Domaine Magdalena

Domaine Magdalena

As the world gets hotter and more polluted, the imperative for farmers to pivot to more sustainable practices increases—as does the imperative for consumers to support these wine producers with their wallets. You’ve likely heard the terms sustainability, organic, maybe biodynamics, regenerative farming, and natural wine. While these concepts share certain elements, largely based on the degree of withdraw from damaging agricultural practices, they mean different things.

To learn more about how biodynamic farming affects viticulture and winemaking as well as aids in the tolerance of climate change in the Red Mountain AVA of Washington State, I turned to a small grower called Domaine Magdalena.

Maggie Hedges, owner/grower of Domaine Magdalena, runs the winery with her husband Christophe Hedges. At Domaine Magdalena, they have grown four acres of Cabernet Sauvignon organically since 2005, and biodynamically with Demeter certification since 2011. Because their family lives on the farm, a healthy environment in which to raise their children defined their farming practices from day one.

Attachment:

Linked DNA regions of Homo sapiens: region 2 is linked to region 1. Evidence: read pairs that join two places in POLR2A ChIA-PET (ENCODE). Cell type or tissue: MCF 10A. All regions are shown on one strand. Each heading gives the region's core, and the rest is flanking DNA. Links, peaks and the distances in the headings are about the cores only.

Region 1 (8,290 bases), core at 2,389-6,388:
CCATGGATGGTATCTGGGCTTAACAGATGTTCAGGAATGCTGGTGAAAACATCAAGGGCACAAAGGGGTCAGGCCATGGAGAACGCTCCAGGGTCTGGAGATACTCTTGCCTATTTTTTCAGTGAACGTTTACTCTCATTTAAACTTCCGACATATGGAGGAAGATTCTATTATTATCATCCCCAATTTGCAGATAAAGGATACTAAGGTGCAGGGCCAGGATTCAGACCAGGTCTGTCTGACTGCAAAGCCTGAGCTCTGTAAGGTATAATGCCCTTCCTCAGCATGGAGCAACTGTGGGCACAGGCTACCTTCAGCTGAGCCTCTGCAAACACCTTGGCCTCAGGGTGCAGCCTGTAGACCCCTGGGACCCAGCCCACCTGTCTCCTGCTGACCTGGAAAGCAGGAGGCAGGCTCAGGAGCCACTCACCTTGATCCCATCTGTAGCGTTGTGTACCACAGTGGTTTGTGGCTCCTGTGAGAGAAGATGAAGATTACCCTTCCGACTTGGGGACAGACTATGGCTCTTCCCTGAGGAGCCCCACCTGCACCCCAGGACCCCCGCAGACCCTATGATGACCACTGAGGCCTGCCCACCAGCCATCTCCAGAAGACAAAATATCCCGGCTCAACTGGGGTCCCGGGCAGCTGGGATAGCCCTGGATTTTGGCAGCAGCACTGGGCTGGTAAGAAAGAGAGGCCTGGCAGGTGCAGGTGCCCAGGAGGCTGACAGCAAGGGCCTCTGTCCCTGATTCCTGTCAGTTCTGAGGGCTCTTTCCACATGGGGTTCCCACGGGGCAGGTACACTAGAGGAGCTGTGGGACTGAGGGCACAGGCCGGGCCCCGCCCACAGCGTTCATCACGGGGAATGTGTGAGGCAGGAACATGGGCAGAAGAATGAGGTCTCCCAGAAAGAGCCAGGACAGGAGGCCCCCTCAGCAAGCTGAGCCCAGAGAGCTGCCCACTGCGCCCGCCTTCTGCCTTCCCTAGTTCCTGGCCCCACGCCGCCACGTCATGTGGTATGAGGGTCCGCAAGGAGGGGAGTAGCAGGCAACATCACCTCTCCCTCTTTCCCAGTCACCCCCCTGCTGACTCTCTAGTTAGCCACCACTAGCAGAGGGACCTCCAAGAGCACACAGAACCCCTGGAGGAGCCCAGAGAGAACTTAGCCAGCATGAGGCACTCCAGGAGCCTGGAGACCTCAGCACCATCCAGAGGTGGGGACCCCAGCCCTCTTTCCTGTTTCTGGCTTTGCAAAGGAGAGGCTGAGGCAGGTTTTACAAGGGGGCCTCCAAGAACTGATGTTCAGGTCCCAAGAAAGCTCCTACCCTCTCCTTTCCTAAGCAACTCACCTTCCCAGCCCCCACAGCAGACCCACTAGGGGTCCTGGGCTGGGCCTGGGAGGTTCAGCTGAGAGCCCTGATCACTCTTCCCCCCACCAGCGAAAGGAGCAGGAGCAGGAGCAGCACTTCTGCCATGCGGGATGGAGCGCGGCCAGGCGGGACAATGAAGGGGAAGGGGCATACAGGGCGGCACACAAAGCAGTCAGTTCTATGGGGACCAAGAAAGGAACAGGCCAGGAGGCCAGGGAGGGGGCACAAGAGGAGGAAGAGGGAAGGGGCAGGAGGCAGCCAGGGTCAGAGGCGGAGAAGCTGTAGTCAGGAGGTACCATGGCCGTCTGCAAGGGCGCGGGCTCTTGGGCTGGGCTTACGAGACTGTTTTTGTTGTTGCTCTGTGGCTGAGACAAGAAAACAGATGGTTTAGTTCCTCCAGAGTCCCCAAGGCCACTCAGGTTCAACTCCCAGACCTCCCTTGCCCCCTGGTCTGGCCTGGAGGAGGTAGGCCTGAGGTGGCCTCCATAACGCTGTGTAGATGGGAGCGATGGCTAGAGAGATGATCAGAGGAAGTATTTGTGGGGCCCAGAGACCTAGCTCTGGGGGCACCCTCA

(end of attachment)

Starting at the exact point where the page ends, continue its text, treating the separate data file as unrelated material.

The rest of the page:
Maggie Hedges

She grew up in Northern California, immersed in her father's passion for wine. Her first legal wine experience, with Ridge Montebello Cabernet from her birth year, remains a cherished memory. Meeting her husband Christophe introduced her to Washington State wines, particularly the Red Mountain AVA. In 2004, they invested everything in a Red Mountain vineyard, practicing organic and biodynamic farming. Achieving Biodynamic certification in 2011, they focused on cultivating a near wild ecosystem, showcasing the true essence of Red Mountain terroir. Their dedication paid off, and in 2014, they released their first vintage, Domaine Magdalena. This wine, fermented with native yeast and aged in neutral oak, represents the authentic expression of their land. They look forward to continuing their journey, farming and fermenting with love and passion.